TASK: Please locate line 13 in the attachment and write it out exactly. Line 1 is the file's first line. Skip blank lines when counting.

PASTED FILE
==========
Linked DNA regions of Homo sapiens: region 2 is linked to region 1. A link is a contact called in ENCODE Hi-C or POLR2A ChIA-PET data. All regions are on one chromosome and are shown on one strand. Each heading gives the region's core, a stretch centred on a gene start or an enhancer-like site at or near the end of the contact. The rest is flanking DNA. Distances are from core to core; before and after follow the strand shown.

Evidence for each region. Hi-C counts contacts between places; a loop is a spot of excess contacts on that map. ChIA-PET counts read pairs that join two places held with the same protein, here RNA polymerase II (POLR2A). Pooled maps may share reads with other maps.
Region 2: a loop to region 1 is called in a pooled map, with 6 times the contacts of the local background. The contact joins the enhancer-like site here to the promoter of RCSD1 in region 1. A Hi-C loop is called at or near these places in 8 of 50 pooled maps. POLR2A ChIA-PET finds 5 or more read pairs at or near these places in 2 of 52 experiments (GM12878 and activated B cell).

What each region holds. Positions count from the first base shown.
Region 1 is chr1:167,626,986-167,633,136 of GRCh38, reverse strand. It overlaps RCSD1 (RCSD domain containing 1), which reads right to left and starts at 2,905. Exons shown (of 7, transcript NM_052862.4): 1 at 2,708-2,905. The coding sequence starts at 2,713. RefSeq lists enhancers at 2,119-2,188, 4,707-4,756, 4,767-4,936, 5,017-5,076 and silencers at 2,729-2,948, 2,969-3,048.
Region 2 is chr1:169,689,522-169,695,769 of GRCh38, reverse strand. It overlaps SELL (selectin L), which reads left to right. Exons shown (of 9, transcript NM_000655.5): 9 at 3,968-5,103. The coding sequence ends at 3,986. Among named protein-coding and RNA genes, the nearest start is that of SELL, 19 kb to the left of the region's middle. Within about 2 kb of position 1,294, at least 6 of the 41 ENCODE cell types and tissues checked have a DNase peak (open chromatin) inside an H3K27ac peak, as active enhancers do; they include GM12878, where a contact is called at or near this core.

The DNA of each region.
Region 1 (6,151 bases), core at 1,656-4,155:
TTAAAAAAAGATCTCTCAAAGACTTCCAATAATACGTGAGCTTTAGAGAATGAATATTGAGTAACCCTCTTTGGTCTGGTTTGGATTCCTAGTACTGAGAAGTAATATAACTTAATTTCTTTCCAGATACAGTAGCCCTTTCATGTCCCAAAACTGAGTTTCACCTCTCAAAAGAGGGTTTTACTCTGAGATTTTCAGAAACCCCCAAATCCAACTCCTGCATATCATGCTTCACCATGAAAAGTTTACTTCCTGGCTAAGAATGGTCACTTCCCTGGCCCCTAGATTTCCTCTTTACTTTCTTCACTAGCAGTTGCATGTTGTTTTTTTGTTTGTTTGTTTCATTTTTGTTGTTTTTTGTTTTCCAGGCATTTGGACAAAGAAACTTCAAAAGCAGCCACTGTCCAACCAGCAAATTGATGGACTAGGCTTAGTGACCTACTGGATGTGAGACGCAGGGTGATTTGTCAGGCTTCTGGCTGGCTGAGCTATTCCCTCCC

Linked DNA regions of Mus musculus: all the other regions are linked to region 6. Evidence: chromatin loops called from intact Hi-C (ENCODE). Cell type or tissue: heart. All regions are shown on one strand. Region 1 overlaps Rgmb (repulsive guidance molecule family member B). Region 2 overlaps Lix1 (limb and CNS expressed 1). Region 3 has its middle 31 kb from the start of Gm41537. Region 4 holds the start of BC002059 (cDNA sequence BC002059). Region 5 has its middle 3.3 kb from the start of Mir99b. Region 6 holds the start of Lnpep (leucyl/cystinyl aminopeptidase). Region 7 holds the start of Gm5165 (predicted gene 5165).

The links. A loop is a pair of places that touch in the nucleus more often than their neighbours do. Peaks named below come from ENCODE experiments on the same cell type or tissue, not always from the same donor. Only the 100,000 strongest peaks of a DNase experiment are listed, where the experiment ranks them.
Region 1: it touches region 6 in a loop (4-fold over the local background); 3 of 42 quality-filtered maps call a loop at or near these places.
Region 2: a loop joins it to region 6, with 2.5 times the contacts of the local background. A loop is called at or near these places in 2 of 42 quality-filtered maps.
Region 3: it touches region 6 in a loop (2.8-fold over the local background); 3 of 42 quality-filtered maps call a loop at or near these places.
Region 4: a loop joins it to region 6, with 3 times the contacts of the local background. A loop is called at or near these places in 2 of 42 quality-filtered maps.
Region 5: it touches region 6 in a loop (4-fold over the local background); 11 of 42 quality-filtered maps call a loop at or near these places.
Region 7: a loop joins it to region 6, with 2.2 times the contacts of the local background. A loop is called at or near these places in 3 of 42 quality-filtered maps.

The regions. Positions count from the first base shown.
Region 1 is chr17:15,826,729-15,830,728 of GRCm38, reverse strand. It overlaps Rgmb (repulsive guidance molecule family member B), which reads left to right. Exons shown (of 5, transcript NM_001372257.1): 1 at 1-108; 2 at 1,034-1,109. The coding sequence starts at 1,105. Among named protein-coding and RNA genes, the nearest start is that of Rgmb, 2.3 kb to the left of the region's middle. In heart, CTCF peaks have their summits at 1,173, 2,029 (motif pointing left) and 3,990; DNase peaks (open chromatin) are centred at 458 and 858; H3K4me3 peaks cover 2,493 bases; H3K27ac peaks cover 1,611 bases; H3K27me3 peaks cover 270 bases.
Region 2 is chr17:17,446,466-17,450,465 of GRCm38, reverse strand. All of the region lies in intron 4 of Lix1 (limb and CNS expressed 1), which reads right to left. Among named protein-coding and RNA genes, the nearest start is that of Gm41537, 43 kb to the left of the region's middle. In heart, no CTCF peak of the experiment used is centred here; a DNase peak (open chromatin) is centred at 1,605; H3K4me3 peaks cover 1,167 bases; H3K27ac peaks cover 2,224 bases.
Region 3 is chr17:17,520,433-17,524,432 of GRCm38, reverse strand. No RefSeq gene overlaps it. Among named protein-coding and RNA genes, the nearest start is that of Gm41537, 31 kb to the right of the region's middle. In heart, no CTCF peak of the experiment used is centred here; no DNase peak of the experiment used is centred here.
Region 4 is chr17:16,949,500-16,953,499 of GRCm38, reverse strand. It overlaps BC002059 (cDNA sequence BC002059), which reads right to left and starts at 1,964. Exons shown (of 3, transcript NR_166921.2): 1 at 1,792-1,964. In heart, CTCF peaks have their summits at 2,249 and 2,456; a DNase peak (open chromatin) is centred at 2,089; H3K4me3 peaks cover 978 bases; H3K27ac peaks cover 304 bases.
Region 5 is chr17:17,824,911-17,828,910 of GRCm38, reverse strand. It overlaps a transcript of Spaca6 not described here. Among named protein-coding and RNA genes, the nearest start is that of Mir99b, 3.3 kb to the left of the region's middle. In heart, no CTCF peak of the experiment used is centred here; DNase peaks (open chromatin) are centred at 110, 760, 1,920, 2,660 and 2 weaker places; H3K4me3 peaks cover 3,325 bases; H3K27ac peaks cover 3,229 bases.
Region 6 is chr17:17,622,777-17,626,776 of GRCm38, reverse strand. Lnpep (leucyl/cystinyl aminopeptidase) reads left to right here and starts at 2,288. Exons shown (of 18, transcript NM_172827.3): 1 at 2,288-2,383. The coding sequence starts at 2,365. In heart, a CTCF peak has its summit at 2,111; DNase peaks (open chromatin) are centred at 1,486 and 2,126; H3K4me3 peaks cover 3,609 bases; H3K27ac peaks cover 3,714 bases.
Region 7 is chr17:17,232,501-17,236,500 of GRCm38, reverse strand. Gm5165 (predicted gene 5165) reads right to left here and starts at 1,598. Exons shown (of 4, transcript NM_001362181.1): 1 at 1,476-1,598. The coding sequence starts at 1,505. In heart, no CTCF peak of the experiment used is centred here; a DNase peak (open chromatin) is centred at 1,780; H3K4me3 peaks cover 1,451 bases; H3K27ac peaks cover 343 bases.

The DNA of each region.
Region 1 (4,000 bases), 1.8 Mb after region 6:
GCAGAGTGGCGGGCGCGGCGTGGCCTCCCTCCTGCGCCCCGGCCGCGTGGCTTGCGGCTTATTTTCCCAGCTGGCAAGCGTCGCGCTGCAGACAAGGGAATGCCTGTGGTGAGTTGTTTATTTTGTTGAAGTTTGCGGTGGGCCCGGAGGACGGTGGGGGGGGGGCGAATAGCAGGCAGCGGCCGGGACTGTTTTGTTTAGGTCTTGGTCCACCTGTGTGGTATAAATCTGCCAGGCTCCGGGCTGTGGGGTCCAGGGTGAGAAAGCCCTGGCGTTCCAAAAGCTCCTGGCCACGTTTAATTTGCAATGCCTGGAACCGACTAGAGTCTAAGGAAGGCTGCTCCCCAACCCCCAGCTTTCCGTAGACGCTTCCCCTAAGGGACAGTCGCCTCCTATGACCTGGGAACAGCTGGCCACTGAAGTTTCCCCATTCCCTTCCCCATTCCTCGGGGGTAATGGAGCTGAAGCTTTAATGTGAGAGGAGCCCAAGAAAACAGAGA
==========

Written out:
Region 2: a loop joins it to region 6, with 2.5 times the contacts of the local background. A loop is called at or near these places in 2 of 42 quality-filtered maps.